Giardia intestinalis infection associated with malnutrition in children living in northeastern Brazil

  • Beatriz Coronato-Nunes Oswaldo Cruz Foundation, Rio de Janeiro, Brasil
  • Deiviane Aparecida Calegar Oswaldo Cruz Foundation, Rio de Janeiro, Brasil
  • Kerla Joeline Lima Monteiro Oswaldo Cruz Foundation, Rio de Janeiro, Brasil
  • Lauren Hubert-Jaeger Oswaldo Cruz Foundation, Rio de Janeiro, Brasil
  • Elis Regina Chaves Reis Nossa Senhora de Nazaré Municipal Health Office, Nossa Senhora de Nazaré, Brasil
  • Samanta Cristina das Chagas Xavier Oswaldo Cruz Foundation, Rio de Janeiro, Brasil
  • Lindsay Nicole Carpp Fred Hutchinson Cancer Research Center, Seattle, WA, United States
  • Marli Maria Lima Oswaldo Cruz Foundation, Rio de Janeiro, Brasil
  • Márcio Neves Bóia Oswaldo Cruz Foundation, Rio de Janeiro, Brasil
  • Filipe Anibal Carvalho-Costa Oswaldo Cruz Foundation, Rio de Janeiro, Brasil

Abstract

Introduction: The present study aimed to determine the prevalence and factors associated with Giardia intestinalis infection, verifying its impact on the nutritional status of children in northeastern Brazil.


Methodology: A cross-sectional study was conducted to obtain parasitological, sociodemographic, and anthropometric data in two municipalities in the states of Piauí and Ceará, northeastern Brazil.


Results: Prevalence of giardiasis was 55/511 (10.8%). G. intestinalis was more frequent in people living in poverty (30/209 [14.4%], p = 0.041), performing open evacuation (26/173 [15%], p = 0.034), and drinking rainwater stored in cisterns (9/56 [16.1%], p = 0.005). The proportion of stunting and being underweight in children infected with G. intestinalis was significantly higher than that in uninfected children (5/23 [21.7%] vs. 10/179 [5.6%], p = 0.017, OR = 4.69, 95% confidence interval [CI] = 1.44–15.25 and 5/23 [21.7%] vs. 13/179 [7.3%], p = 0.038, OR = 3.54, 95% CI = 1.13–11.09, respectively). Infection with G. intestinalis remained significantly associated with stunting and being underweight after adjustment for poverty, municipality, sex, and age in a logistic regression multivariate model.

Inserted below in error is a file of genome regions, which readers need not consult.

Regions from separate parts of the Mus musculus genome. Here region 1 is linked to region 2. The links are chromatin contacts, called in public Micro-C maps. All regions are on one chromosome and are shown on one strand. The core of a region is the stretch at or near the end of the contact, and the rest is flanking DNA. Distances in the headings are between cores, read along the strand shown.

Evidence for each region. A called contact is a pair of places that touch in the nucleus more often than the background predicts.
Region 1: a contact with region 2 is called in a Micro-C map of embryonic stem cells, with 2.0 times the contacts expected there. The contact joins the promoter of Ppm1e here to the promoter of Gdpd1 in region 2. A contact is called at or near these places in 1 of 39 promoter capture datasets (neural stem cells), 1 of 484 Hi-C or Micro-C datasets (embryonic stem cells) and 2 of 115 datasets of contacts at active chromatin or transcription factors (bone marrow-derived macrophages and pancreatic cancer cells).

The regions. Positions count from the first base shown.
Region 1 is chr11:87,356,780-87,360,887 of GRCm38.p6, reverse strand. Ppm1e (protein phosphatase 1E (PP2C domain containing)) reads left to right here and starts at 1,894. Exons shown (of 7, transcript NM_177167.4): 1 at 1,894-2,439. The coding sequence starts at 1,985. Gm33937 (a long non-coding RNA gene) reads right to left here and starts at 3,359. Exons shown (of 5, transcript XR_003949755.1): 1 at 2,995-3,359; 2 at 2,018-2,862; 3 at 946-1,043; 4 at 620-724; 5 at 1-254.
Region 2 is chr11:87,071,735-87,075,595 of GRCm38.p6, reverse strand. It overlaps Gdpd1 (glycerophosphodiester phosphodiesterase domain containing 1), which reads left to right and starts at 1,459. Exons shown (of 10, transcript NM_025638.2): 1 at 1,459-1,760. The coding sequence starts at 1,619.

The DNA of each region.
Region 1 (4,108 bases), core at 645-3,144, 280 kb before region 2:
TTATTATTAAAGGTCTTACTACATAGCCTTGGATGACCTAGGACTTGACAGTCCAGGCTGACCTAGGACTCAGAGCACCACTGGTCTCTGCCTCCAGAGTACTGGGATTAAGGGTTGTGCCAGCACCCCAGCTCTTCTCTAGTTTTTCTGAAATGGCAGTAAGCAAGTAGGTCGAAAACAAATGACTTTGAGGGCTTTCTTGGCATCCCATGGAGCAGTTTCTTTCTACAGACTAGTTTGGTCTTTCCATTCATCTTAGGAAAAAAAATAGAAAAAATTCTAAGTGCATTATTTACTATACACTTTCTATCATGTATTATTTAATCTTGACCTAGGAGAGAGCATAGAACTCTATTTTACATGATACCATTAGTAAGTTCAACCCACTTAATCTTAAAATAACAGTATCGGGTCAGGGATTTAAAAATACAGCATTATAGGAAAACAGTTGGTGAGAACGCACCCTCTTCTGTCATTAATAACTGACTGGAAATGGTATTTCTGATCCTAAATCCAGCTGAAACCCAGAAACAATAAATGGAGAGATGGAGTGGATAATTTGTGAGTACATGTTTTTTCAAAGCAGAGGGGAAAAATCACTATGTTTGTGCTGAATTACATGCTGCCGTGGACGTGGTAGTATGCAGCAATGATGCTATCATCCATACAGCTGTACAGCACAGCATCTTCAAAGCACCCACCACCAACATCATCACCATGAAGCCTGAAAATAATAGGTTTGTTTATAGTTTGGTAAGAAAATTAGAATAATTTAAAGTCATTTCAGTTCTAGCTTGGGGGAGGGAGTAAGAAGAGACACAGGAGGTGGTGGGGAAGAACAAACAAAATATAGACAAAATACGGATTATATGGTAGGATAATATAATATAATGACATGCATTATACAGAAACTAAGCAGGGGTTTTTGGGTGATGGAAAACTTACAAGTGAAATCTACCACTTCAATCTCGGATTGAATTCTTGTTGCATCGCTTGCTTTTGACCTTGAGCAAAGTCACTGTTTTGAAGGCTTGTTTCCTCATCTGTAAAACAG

Conclusions: In rural areas in northeastern Brazil, giardiasis has acquired great public health importance in the soil-transmitted helminths control era, impacting the nutritional status of children and requiring new approaches to diagnosis and treatment and translational research that could generate applicable solutions at the community level.

Author Biographies

Beatriz Coronato-Nunes, Oswaldo Cruz Foundation, Rio de Janeiro, Brasil

Laboratory of Epidemiology and Molecular Systematics

Deiviane Aparecida Calegar, Oswaldo Cruz Foundation, Rio de Janeiro, Brasil

Coordination of Primary Health Care

Kerla Joeline Lima Monteiro, Oswaldo Cruz Foundation, Rio de Janeiro, Brasil

Laboratory of Epidemiology and Molecular Systematics

Lauren Hubert-Jaeger, Oswaldo Cruz Foundation, Rio de Janeiro, Brasil

Laboratory of Epidemiology and Molecular Systematics

Elis Regina Chaves Reis, Nossa Senhora de Nazaré Municipal Health Office, Nossa Senhora de Nazaré, Brasil

Coordination of Primary Health Care

Samanta Cristina das Chagas Xavier, Oswaldo Cruz Foundation, Rio de Janeiro, Brasil

Laboratory of Trypanosomatid Biology

Marli Maria Lima, Oswaldo Cruz Foundation, Rio de Janeiro, Brasil

Chagas Disease Eco-epidemiology Laboratory

Márcio Neves Bóia, Oswaldo Cruz Foundation, Rio de Janeiro, Brasil

Laboratory of Biology and Parasitology of Wild Reservoir Mammals

Filipe Anibal Carvalho-Costa, Oswaldo Cruz Foundation, Rio de Janeiro, Brasil
Laboratory of Epidemiology and Molecular Systematics; Regional Office
Published
2017-07-31
How to Cite
Coronato-Nunes B, Calegar D, Monteiro K, Hubert-Jaeger L, Reis E, Xavier S, Carpp L, Lima M, Bóia M, Carvalho-Costa F (2017) Giardia intestinalis infection associated with malnutrition in children living in northeastern Brazil. The Journal Of Infection In Developing Countries 11 (07): 563-570. https://doi.org/10.3855/jidc.8410
Section
Original Articles

Keywords

Giardia intestinalis; nutritional status; intestinal parasites; northeastern Brazil; Brazil; poverty